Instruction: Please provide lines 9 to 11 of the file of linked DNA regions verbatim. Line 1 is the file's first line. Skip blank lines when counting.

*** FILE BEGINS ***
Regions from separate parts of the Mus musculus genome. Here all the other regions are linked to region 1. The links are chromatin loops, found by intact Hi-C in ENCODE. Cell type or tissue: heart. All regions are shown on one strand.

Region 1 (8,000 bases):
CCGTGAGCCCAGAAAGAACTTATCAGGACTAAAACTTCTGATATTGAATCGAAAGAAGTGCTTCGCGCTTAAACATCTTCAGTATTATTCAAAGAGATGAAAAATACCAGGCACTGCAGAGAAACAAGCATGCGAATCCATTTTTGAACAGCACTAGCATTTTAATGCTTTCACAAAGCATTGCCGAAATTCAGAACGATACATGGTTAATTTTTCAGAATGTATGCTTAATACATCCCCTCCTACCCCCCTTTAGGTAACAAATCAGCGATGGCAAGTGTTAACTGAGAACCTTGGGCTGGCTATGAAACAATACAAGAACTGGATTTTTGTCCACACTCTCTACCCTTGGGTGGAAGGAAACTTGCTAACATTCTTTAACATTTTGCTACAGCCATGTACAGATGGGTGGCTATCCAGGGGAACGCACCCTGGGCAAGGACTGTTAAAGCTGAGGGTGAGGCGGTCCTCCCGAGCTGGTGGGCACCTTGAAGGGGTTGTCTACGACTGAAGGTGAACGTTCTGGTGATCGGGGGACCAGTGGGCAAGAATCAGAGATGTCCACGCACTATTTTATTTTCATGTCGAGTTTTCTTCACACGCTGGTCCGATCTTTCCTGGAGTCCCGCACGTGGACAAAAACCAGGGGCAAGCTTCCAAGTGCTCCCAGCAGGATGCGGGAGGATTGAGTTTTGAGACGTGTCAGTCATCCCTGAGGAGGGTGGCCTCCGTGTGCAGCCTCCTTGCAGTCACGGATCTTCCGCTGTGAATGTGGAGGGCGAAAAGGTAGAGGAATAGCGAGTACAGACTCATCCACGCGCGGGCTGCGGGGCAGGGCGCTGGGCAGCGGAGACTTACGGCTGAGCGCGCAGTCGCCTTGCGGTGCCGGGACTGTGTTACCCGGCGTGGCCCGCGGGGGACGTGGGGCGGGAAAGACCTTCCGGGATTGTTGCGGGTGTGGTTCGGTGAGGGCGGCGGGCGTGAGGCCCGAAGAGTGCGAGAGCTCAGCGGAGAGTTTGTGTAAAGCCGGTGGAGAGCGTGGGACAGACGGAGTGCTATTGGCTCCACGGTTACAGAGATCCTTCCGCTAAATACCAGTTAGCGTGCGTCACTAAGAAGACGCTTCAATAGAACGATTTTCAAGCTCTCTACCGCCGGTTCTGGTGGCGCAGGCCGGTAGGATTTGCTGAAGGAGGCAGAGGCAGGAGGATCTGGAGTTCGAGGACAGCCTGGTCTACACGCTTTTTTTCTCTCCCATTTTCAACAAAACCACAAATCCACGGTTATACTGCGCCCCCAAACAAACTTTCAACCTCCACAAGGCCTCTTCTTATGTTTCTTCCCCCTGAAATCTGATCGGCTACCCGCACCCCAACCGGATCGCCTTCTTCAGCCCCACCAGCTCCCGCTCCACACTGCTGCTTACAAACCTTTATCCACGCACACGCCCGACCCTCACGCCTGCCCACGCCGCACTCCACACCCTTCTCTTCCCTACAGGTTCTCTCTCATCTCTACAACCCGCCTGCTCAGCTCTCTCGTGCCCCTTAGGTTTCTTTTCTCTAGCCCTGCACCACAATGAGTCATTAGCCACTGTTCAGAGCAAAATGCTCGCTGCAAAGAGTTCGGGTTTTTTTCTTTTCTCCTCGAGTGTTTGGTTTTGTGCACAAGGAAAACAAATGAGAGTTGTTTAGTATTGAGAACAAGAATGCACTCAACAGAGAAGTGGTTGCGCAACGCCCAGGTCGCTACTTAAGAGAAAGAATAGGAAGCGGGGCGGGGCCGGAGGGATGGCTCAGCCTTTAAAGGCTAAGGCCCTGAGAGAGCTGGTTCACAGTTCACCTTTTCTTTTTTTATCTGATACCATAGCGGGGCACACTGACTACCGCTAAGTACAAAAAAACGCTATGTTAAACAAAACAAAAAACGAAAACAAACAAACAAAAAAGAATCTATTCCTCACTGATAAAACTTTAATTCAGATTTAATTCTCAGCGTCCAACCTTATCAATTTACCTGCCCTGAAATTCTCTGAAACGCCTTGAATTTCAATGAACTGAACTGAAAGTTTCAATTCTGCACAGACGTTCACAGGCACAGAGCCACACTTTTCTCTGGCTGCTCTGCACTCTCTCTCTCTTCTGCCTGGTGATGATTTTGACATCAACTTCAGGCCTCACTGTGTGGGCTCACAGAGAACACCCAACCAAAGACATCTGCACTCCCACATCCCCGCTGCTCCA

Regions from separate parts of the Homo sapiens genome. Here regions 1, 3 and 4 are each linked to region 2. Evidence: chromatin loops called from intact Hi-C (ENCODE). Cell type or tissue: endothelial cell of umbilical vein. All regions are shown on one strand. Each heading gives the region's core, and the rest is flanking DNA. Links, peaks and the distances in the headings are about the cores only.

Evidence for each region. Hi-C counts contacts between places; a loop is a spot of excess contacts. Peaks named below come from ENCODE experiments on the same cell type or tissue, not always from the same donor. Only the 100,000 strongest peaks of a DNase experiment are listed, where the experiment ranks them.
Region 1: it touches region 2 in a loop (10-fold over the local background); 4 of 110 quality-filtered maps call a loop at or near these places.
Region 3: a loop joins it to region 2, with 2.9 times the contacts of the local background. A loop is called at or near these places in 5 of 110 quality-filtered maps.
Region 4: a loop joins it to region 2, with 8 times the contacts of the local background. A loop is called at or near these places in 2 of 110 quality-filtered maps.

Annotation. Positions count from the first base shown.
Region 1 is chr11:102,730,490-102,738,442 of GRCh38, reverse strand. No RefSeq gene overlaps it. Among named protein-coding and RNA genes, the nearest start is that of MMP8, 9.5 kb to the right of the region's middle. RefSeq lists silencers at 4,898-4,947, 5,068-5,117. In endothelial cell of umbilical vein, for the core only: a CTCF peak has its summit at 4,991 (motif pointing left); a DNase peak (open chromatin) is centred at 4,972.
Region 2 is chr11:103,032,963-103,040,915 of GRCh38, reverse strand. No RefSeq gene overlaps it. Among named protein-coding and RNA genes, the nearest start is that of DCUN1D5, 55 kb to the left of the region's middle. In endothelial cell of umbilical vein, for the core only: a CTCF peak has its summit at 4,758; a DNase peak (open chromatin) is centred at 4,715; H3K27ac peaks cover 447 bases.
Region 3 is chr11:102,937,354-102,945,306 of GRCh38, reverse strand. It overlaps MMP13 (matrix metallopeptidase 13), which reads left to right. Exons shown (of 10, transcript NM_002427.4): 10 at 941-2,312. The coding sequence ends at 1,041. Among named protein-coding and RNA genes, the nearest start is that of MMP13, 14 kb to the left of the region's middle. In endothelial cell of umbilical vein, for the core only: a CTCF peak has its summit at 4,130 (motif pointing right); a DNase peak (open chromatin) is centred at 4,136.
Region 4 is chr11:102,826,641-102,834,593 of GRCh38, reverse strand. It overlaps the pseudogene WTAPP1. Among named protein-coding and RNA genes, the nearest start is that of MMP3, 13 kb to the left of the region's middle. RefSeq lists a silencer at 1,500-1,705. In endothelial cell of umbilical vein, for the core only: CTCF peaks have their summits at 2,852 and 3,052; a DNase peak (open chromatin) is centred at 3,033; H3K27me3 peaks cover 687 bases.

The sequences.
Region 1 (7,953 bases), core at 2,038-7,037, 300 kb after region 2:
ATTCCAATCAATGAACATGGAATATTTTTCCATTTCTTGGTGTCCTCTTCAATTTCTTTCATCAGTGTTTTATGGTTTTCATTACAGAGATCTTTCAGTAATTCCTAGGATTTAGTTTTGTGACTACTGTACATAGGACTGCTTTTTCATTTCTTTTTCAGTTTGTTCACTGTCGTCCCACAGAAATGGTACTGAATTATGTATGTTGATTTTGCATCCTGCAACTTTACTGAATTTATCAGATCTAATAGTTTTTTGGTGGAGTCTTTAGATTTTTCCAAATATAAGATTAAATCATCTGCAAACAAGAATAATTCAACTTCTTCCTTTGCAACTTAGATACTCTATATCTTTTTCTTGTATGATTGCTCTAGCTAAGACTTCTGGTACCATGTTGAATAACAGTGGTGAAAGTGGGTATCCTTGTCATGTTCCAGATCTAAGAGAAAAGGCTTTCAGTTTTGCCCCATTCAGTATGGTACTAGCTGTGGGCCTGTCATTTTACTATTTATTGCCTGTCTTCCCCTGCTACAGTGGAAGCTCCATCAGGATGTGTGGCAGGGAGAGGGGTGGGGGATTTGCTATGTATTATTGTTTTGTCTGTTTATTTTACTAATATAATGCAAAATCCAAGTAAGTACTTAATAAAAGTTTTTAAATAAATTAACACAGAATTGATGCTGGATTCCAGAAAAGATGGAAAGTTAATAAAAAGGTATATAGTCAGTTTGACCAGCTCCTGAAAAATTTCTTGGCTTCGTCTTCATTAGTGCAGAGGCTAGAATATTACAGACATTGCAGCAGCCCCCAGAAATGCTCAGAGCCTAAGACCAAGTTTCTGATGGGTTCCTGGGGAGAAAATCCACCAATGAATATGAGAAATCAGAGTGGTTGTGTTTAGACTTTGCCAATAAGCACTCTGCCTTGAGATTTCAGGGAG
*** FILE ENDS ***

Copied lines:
Annotation. Positions count from the first base shown.
Region 1 is chr11:102,730,490-102,738,442 of GRCh38, reverse strand. No RefSeq gene overlaps it. Among named protein-coding and RNA genes, the nearest start is that of MMP8, 9.5 kb to the right of the region's middle. RefSeq lists silencers at 4,898-4,947, 5,068-5,117. In endothelial cell of umbilical vein, for the core only: a CTCF peak has its summit at 4,991 (motif pointing left); a DNase peak (open chromatin) is centred at 4,972.
Region 2 is chr11:103,032,963-103,040,915 of GRCh38, reverse strand. No RefSeq gene overlaps it. Among named protein-coding and RNA genes, the nearest start is that of DCUN1D5, 55 kb to the left of the region's middle. In endothelial cell of umbilical vein, for the core only: a CTCF peak has its summit at 4,758; a DNase peak (open chromatin) is centred at 4,715; H3K27ac peaks cover 447 bases.